Summary: Study reports 1 in 5 teens and young adults who seek treatment for alcohol and substance use disorders may have previously unrecognized social impairments characteristic of ASD.
Source: Mass General
One in five teens and young adults who seek treatment for alcohol or drug use may have traits characteristic of a previously unrecognized autism spectrum disorder (ASD), researchers at Massachusetts General Hospital (MGH) report.
They found that among patients with an average age of 18.7 years being treated in an outpatient substance use disorder (SUD) clinic, 20% had elevated scores on the Social Responsiveness Scale-2 (SRS-2), a parent- or teacher-reported measure that has been shown to reliably identify the presence and severity of social impairment among individuals along the autism spectrum, and to distinguish autism from other disorders.
The study, results of which are published in The American Journal on Addictions, is the first to look at the prevalence of previously undiagnosed autistic traits among teens and young adults with SUD, says lead author James McKowen, PhD, of the Addiction Recovery Management Service at MGH and Harvard Medical School.
“Usually studies of substance use disorder in autism are done in those with an autism diagnosis already,” he says. “We have looked at this question from the other side, asking how many people with substance use disorder have autism.”
The researchers asked parents of 69 youths reporting for the first time to a specialty outpatient psychiatric SUD clinic to fill out the SRS-2 form. The form is designed to measure an individual’s social awareness, social cognition (thinking about other people and interactions with them), social communication, social motivation, and restricted interests and repetitive behaviors.
They found that although there were few differences between those with elevated autistic trait scores and those with lower, non-autistic scores in terms of demographic or psychiatric factors, the adolescents with higher SRS-2 scores had a nearly eightfold higher likelihood of stimulant use disorder, and a fivefold higher risk for opioid use disorder.
The findings highlight the importance of assessing patients in a SUD treatment setting for autistic traits, the researchers write.
“For clinicians, the big takeaway point from this study is that we need to get better at screening and certainly training in the presence of autism spectrum disorder, because many clinicians treat substance use disorder but don’t have specialty developmental training, particularly for issues around autism,” McKowen says.
“For parents, the big takeaway is that if you suspect that your child may have an autism spectrum issue or if school personnel have suggested that your child may have autistic traits, you should certainly get that assessed, and let your clinicians know whether your child has had a prior diagnosis of ASD,” he says.
The researchers are developing a free clinical therapy protocol that can help clinicians better address the issues of autistic traits in patients with SUD.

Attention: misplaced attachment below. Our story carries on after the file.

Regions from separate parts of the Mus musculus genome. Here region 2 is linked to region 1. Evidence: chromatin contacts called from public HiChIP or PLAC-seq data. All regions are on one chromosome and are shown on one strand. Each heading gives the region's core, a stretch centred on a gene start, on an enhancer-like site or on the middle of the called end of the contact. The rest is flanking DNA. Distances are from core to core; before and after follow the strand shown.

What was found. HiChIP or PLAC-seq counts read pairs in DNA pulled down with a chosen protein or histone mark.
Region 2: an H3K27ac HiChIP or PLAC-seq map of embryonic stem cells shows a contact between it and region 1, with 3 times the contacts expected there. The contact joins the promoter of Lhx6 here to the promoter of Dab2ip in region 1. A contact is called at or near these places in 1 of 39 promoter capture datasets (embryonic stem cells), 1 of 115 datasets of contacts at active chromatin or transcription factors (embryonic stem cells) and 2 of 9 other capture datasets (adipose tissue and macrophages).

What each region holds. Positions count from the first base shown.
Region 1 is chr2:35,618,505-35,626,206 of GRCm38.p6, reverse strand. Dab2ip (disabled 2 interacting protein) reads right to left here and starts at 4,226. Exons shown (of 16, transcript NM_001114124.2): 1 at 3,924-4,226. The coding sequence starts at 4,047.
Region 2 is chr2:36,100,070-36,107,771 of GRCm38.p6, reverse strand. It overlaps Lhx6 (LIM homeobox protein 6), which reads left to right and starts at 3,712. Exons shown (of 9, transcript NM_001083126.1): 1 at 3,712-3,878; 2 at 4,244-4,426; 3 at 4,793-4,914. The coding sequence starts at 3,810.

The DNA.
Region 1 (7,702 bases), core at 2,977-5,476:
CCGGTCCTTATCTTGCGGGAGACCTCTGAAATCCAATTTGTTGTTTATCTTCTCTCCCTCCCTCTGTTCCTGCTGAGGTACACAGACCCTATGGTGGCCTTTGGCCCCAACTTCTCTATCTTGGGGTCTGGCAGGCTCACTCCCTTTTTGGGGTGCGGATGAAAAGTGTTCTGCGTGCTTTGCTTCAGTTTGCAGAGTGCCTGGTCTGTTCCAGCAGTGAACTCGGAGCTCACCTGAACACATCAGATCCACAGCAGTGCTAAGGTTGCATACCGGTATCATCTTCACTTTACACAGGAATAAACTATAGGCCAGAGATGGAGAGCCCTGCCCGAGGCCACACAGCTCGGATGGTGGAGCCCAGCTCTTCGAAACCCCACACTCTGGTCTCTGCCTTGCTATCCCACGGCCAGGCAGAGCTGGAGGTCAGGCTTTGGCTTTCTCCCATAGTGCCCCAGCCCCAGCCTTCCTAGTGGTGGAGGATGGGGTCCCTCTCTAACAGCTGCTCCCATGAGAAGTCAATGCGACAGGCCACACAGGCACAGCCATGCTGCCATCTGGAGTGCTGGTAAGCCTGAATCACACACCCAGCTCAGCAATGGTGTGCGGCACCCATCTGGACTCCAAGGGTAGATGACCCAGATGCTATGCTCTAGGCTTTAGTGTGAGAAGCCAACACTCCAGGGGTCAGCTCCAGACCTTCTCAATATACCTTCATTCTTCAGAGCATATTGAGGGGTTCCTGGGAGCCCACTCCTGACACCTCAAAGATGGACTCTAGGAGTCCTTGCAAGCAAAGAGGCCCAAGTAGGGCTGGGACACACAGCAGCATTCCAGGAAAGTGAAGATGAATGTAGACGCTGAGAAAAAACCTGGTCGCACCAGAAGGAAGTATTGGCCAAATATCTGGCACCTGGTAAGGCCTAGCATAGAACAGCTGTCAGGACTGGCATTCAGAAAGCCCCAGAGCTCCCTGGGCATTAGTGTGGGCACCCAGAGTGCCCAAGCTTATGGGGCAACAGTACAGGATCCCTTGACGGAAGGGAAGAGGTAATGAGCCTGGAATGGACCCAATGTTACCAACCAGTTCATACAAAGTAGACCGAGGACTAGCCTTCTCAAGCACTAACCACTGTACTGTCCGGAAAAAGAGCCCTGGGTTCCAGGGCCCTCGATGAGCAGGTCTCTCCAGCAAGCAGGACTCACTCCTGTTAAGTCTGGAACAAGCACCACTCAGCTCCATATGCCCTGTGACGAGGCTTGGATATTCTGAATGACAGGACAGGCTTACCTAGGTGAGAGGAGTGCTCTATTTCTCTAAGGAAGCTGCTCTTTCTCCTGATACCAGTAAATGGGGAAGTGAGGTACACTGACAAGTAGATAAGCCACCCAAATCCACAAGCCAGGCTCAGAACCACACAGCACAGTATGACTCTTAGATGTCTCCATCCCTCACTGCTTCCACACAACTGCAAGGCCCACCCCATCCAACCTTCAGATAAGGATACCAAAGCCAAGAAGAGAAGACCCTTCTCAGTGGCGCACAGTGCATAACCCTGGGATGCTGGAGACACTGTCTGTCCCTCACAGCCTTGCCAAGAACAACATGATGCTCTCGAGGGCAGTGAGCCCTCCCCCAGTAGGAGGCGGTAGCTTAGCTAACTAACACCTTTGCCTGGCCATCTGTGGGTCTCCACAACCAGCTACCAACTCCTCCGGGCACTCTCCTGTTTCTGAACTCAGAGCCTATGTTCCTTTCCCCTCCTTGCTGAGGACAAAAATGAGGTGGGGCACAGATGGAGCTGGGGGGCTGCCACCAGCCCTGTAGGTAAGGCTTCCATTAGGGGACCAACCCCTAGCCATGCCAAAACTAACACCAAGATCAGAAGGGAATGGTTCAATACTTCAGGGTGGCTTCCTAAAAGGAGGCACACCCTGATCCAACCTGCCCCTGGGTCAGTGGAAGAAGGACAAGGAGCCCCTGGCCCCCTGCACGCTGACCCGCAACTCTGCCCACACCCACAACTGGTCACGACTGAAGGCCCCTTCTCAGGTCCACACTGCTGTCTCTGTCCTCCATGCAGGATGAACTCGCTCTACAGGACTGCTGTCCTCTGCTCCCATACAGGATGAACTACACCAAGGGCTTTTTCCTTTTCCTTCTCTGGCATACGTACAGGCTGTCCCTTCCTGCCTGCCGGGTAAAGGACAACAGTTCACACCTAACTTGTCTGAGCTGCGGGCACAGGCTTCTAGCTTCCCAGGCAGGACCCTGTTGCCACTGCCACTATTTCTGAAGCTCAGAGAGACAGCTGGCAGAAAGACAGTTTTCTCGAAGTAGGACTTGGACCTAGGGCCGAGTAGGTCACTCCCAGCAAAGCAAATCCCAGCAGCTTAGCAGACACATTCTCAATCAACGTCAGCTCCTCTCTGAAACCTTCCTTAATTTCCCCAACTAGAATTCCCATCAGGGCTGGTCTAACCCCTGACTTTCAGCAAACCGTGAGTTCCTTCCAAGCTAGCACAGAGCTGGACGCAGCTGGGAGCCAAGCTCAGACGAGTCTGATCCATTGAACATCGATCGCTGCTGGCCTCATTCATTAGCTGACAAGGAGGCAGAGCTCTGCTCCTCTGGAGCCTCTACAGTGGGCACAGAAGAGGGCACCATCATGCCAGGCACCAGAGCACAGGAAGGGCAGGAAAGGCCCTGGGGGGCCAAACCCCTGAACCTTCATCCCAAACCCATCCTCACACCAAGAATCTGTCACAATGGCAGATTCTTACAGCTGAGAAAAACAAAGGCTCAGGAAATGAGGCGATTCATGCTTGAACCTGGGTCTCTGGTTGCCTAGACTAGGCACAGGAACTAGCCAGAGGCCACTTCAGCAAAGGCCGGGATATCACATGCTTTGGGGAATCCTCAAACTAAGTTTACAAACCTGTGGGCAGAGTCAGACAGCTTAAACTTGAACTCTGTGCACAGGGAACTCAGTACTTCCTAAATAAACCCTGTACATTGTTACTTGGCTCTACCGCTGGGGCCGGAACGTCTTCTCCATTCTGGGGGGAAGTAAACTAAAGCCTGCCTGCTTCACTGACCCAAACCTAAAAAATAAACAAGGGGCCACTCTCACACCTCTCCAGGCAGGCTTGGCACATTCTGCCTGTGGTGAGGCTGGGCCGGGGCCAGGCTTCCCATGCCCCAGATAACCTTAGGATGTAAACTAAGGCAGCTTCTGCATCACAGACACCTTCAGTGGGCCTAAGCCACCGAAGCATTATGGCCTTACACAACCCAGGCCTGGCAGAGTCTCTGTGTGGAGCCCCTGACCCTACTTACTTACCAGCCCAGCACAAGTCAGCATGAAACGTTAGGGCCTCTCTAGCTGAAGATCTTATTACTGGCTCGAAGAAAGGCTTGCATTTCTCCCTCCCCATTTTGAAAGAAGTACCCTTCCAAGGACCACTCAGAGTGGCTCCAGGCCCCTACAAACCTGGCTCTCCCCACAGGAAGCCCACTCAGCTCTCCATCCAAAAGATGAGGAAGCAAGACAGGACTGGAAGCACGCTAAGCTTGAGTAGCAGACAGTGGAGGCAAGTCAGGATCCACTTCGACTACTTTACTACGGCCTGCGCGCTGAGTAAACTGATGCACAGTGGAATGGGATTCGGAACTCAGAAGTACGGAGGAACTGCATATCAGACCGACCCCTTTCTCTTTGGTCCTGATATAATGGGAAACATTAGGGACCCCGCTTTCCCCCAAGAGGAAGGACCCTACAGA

Study co-authors include Diana Woodward, BA, Maura DiSalvo, MPH, Vinod Rao, MD, PhD, Julia Greenbaum, BA, Gagan Joshi, MD, and Timothy E. Wilens, MD, from MGH, and Amy M. Yule, MD, from Boston University School of Medicine and Boston Medical Center.
Funding: The study was supported by grants from the Demarest Lloyd, Jr. Foundation.
About this ASD and addiction research news
Author: Noah Brown Source: Mass General Contact: Noah Brown – Mass General Image: The image is in the public domain
Characterizing autistic traits in treatment-seeking young adults with substance use disorders
Background and Objectives
Recent work highlights an increase in the overlap of autism spectrum disorder (ASD) and substance use disorder (SUD). Little is known about the presence of ASD symptoms in SUD-treatment-seeking populations.
The informant-rated Social Responsiveness Scale-2 (SRS-2) was completed at intake to an outpatient SUD clinic for youth aged 16–26 (N = 69). Comparisons were made between those with elevated SRS-2 scores on demographic, psychiatric, and substance use variables.
Parents of sixty-nine patients with SUD completed the SRS-2. Fourteen (20%) (average age 18.7 ± 2.5) had elevated SRS-2 Total T-scores (≥66) and 55 (average age 18.1 ± 2.8) had non-clinical SRS-2 Total T-scores. There were few differences between groups; however, those with elevated SRS-2 Total T-scores were more likely to have a stimulant use disorder (odds ratio [OR] = 7.59, 95% confidence interval [CI] = 0.77, 101.88; p = 0.05) or an opioid use disorder (OR = 5.02, 95% CI = 0.59, 43.27; p = 0.08) than patients with normal SRS-2 Total T-scores as well as alcohol use in the week prior to intake.
Discussion and Conclusions
A significant proportion of treatment-seeking SUD outpatients suffer from clinically elevated autistic traits. These findings highlight the importance of assessing for autistic traits in SUD treatment settings yet additional research is needed to determine if these findings are specific to the presence of ASD or secondary to sequelae of specific SUD presentations.
This study is, to our knowledge, the first to have examined the prevalence, morbidity, or clinical characteristics, associated with ASD symptoms in a SUD-specific population.